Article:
In recent times, attention has been drawn to commercial satellites with many startups beginning to focus on commercial videos. This development may have been encouraged by the lack of color videos of the globe.

Earth-I with its initiative launched a small satellite with the aim of releasing color videos of the different parts of the earth. The satellite which was launched into orbit on January 12, 2018, has already captured high-resolution videos of different locations.

The videos were released on Monday, April 16, 2018, and they have left many viewers in awe. Earth-I saw the thirty-fourth Space symposium as a bigger platform to showcase what they describe as the first color video of the globe.

The satellite videos were of different locations around the planet Earth. There was a clip of activities at the Dubai International Airport, the clip showed airplanes as they take off or land, and others which were not in motion. There was another clip showing transport activity in the capital of Argentina, Buenos Aires. There was yet another clip of Trondheim, Norway. This clip was a shot of a ship leaving the country’s port.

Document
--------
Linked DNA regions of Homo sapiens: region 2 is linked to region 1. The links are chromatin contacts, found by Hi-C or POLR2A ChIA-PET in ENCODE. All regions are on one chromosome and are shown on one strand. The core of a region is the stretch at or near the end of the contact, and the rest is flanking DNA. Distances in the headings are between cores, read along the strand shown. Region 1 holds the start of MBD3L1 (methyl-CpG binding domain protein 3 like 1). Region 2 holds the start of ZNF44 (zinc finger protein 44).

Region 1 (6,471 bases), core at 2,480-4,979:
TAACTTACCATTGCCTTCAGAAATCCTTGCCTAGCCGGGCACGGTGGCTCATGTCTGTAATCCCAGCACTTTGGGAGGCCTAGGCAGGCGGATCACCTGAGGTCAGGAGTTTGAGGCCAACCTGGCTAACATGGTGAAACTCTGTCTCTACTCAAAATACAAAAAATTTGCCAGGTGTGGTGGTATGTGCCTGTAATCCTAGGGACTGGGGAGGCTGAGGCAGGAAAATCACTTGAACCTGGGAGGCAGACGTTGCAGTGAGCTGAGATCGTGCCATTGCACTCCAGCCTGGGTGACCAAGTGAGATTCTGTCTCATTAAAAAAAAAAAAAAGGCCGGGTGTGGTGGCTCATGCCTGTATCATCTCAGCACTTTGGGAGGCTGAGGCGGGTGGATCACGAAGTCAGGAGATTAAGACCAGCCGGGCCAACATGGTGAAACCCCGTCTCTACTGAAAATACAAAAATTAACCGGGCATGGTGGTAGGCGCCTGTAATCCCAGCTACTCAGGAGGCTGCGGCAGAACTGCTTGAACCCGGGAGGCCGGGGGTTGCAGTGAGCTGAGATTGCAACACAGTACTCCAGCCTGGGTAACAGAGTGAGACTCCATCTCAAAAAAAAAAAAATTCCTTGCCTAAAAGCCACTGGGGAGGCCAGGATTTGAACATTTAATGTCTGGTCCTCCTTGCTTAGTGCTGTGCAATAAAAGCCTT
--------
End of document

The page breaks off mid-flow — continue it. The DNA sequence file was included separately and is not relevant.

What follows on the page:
The CEO of Earth-I is hopeful that the videos will be of great help to industries since their mode of capturing the videos is different from still photos. They demonstrated the mode with which the satellite captures videos and they explained that the satellite is able to take a 2-minute high-quality video of a target location before moving on to the next.

The CEO also revealed the satellite is able to capture numerous videos daily and he deems that a breakthrough. VividX2 was launched on an Indian Polar vehicle and it has an estimated weight of 100 kilograms.

The British company describes VividX2 as a satellite with many capabilities. Apart from the fact that the satellite captures many high-quality videos and images, the satellite is designed to visit the same area multiple times in a day in order to capture a required image.

The satellite can also be tasked to acquire images and videos at faster rates. The satellite also has the ability to capture and analyze objects in motion including vehicles, trams, and airplanes.

The Earth-I is not on this mission alone, it is with the collaboration of the Ministry of Defense of the United Kingdom, the Defense Science and Technology lab of the UK, and Surrey Satellite Technology Ltd.